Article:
From the DVD we learn that there were actually three submarines captured during the war. Two by the British and one in 1944 by the UStoo late to be of any technical assistance. The DVD also contains a newsreel style documentary on the actually seizure of the U-110 by the British in 1941. They have an interview with Lt. Commander David Balme who led the boarding party on the U-110. They have comments by David Kahn, a cryptologist. The critical portion of the Enigma was the three interlinked rotors. In the event of abandonment, the crew was supposed to pull the rotors and toss them overboard. The sailor who pulled the rotors forgot to deep six them in the excitement of the sinking, and after the capture when he went to his coat to destroy them he found that the British had already found and confiscated them. In short, the supplementary material on U-571 shows exactly what a fine DVD should be. Beginning
Unbreakable (2000) (**1/2, suspense) (12-25-00) (D.- M. Night Shyamalan; Samuel L. Jackson, Robin Wright Penn, Spencer Treat) An attempt by Shyamalan to recreate the lighting bolt of The Sixth Sense. It doesnt work. My wife found it soporific, and one of the worst movies that she had seen in some time. I felt it had some intriguing elements that never gelled. David Dunn escapes a train wreck without a scratch while everyone else dies horrifically. He appears to be unbreakable. His marriage to Megan (Penn) is crumbling. He is a successful security guard, but is totally dissatisfied with his life. Up-scale comic book art collector Elijah Price (Jackson) may have the answer. Price, who is the opposite of unbreakable, has a genetic condition that makes his bones so brittle that they break with the slightest impact or shock. On the scale of human evolution, Elijah thinks that Dunn and he may just represent opposite ends of the evolutionary ladder. The film evolves around the relationship of the two men, the attempt to discover what, if anything, is special about Dunn, and the relationship of David with his wife and son Jeremy (Treat). Beginning
Undercover Blues (1993) (**, comedy, romance, action) (D.-Herbert Ross; Kathleen Turner, Dennis Quaid, Fiona Shaw, Stanley Tucci, Larry Miller, Obba Babatunde, Tom Arnold) I'm a keen fan of both Turner and Quaid, and eagerly looked forward to Blues. Unfortunately, this is not their media. They are Jeff and Jane Blue complete with toddler on vacation. They are also lethally competent spies. The FBI recruits them back into service to bring down power-mad Shaw who has stolen a super powerful military explosive. Along the way Jeff crosses local hoodlum El Muerte (Tucci) and easily dispatches him while holding the baby in one arm. This sets up one of the running battles throughout the film as Muerte tries to best the Blues. Weak scripting and chemistry between Quaid and Turner pretty much sink Blues. There are a few good comedic moments, principally involving the worthless Muerte, and some nice New Orleans shots; but this will never replace the nasty banter of Nick and Nora Charles of the Thin Man fame. A disappointment. Beginning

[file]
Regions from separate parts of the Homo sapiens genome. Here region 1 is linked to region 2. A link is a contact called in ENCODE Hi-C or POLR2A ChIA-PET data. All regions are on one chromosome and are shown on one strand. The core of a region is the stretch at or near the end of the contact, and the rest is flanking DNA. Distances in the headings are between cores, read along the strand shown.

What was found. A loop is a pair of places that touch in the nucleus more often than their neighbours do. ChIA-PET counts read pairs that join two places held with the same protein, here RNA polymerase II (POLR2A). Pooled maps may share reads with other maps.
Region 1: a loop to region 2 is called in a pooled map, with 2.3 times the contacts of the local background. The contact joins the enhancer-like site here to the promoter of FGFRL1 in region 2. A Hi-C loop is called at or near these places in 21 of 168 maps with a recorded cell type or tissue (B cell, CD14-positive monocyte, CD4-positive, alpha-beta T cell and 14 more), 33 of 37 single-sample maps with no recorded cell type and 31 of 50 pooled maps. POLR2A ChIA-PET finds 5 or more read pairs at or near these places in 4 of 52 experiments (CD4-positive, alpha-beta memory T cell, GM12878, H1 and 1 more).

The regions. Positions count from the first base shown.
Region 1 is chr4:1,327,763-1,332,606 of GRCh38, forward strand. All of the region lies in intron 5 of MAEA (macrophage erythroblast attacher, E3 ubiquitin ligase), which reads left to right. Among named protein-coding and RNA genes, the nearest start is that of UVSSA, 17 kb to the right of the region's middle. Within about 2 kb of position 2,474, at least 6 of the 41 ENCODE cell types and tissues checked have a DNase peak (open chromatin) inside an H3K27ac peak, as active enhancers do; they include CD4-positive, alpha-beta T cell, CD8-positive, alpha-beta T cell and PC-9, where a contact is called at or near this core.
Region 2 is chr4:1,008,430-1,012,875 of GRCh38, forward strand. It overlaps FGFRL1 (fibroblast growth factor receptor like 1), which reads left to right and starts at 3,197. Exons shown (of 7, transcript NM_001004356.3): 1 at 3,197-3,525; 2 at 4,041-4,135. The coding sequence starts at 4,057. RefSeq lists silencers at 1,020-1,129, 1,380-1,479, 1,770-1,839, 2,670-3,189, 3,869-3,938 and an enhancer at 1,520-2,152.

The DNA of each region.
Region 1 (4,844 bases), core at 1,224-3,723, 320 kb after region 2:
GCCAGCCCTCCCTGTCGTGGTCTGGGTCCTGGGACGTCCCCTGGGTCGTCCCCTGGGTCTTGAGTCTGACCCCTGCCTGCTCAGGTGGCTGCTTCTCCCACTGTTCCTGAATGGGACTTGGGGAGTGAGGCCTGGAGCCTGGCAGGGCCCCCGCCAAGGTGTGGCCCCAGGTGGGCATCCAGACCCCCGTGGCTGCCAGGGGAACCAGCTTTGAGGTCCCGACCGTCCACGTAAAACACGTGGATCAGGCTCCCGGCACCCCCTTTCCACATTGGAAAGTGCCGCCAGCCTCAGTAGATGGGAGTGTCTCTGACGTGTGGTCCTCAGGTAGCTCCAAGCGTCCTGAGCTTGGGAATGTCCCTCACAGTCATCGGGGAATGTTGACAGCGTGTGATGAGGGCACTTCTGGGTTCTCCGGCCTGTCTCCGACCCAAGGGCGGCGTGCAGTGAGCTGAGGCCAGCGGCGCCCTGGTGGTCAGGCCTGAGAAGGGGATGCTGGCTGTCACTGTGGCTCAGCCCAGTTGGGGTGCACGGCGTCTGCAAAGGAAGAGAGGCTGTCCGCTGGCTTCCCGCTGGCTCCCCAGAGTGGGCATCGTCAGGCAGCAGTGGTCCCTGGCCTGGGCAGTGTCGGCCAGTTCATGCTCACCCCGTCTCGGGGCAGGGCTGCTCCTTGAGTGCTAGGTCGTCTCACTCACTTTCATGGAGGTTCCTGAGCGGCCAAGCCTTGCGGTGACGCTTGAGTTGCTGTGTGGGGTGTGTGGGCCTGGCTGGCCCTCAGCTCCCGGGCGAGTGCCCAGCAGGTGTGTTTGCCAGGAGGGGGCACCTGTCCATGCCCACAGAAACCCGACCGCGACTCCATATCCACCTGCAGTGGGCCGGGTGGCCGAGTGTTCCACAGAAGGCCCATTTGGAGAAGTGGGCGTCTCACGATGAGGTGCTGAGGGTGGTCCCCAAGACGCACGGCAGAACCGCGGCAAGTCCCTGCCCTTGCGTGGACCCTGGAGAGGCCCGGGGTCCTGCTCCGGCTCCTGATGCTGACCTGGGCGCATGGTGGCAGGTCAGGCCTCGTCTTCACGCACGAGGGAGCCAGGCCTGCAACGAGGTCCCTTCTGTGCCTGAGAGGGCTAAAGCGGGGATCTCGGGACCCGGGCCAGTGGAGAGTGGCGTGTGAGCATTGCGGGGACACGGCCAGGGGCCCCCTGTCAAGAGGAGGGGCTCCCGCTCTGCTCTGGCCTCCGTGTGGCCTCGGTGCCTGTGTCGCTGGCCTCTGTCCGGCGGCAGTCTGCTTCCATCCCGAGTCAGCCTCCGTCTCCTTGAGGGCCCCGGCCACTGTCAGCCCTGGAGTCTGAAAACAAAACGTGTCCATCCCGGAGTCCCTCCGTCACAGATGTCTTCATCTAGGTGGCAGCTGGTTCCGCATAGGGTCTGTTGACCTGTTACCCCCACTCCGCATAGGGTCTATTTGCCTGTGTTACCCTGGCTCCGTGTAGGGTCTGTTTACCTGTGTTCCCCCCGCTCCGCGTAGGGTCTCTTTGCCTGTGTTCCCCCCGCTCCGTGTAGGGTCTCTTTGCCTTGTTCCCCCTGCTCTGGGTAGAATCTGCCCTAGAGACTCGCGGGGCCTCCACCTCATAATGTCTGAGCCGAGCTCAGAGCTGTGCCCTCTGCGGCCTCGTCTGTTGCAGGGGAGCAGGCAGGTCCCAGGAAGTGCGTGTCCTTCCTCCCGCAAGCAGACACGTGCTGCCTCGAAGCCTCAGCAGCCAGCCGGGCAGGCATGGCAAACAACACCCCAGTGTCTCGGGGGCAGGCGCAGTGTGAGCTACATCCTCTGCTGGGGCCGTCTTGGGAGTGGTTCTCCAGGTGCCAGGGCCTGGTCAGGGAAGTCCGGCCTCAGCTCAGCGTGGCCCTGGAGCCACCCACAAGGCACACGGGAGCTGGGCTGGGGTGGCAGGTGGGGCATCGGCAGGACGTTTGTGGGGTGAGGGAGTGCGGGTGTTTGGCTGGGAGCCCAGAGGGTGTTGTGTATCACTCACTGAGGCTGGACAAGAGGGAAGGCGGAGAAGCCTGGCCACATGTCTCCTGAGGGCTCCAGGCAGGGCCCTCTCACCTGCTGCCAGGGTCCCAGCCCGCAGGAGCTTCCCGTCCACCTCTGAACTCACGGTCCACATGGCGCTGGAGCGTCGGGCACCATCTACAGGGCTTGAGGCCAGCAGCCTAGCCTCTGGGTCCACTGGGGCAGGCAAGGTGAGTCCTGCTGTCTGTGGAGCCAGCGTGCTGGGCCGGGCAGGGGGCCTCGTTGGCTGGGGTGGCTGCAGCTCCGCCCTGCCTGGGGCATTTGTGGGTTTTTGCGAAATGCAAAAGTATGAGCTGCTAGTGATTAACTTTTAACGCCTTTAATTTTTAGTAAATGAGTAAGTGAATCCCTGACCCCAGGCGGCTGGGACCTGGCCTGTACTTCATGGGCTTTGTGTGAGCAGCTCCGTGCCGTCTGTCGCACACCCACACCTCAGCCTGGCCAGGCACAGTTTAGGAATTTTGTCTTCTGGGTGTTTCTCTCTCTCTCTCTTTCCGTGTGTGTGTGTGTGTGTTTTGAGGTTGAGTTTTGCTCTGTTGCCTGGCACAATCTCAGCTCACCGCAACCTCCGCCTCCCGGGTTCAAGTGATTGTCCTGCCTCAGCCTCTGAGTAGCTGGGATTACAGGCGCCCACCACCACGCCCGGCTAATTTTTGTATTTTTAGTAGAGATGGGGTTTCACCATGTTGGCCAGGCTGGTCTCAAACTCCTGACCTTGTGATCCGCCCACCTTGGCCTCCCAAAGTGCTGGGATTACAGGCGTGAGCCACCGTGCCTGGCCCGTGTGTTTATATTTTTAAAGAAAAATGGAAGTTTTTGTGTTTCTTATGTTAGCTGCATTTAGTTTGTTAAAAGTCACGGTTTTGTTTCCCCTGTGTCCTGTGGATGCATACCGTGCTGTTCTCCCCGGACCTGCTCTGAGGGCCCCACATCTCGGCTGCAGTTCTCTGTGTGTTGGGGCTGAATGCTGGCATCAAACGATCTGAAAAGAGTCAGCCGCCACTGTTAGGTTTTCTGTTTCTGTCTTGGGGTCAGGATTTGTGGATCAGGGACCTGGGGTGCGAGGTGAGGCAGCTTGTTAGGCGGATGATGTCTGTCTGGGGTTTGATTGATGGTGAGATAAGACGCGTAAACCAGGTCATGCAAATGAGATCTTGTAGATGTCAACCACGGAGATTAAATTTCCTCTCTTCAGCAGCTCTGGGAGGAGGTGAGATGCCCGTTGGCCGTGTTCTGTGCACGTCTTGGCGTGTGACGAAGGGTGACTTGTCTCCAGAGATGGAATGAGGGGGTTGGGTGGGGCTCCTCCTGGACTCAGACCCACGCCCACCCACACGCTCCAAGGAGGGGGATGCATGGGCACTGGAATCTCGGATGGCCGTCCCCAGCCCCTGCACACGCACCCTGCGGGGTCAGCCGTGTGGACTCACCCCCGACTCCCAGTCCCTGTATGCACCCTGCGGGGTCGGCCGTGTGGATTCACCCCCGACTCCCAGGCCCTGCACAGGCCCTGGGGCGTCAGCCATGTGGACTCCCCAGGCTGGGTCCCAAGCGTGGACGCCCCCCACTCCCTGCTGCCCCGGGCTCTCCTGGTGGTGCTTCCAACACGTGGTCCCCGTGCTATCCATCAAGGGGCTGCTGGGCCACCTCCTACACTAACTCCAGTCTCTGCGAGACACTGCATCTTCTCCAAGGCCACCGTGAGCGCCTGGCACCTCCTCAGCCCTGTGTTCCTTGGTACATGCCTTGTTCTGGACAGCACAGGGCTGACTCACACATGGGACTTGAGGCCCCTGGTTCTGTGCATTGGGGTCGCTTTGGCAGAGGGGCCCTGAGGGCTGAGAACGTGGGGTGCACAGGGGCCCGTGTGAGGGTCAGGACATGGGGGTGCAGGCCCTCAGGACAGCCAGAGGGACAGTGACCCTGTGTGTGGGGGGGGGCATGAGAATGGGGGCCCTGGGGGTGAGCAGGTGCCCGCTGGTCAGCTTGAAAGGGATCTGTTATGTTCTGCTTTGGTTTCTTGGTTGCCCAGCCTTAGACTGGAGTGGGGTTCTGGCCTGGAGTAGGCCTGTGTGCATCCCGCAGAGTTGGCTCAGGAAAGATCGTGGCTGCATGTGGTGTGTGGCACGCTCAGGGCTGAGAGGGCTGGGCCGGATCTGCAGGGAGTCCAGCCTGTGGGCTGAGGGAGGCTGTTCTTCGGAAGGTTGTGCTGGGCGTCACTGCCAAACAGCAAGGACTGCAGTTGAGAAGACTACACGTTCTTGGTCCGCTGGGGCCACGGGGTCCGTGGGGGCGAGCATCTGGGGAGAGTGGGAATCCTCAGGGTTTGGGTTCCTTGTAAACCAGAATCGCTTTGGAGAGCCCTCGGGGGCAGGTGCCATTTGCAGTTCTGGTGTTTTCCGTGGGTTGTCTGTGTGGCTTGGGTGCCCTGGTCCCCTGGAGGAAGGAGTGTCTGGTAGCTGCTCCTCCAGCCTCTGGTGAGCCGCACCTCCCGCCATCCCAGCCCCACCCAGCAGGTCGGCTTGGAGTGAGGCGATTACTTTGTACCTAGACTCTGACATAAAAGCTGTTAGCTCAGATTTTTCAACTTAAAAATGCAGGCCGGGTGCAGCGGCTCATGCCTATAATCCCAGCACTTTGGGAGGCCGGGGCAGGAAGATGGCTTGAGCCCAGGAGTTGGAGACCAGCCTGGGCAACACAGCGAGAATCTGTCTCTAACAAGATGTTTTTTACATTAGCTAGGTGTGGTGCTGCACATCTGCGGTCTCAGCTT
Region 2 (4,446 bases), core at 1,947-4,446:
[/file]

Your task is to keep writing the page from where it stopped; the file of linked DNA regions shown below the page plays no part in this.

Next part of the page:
Unforgiven (9-27-92) (1992) (****, western, Drama) (D-Clint Eastwood, Clint Eastwood, Morgan Freeman, Gene Hackman, Richard Harris) Eastwood's quintessential Western is an extremely well acted, gorgeously photographed, but brooding, very disturbing look at the dark side of men's souls. There are no winners here, only survivors. There are no good, only bad either by design, omission, or misjudgment. A slashing disfigurement of a prostitute in Big Whiskey Wyoming in 1878 sets the stage for a far greater tragedy. The iron fisted sociopathic (or is it sadistic?) sheriff, Little Bill (Hackman), errs in punishing the cowpokes by only making them pay restitution to the male house owner. For vengeance, the prostitutes take up a collection and advertise for an assassin. Eastwood, who had been a savage drinker and outlaw before rehabilitation by his now -dead wife, is a Nebraska dirt farmer with two children. He and his ex-gang member (Freeman) are drawn into the revenge by a young tough out to make a fast name and a fast buck. Make no mistake, there is no morality in this hunt; it is purely for the money. Make no mistake, it is not law and order that drives Hackman to brutalize anyone who disturbs his carefully structured fiefdom; it is power and control. Eastwood's mantra, "I am not like that any more" is as prophetic as any Greek chorus.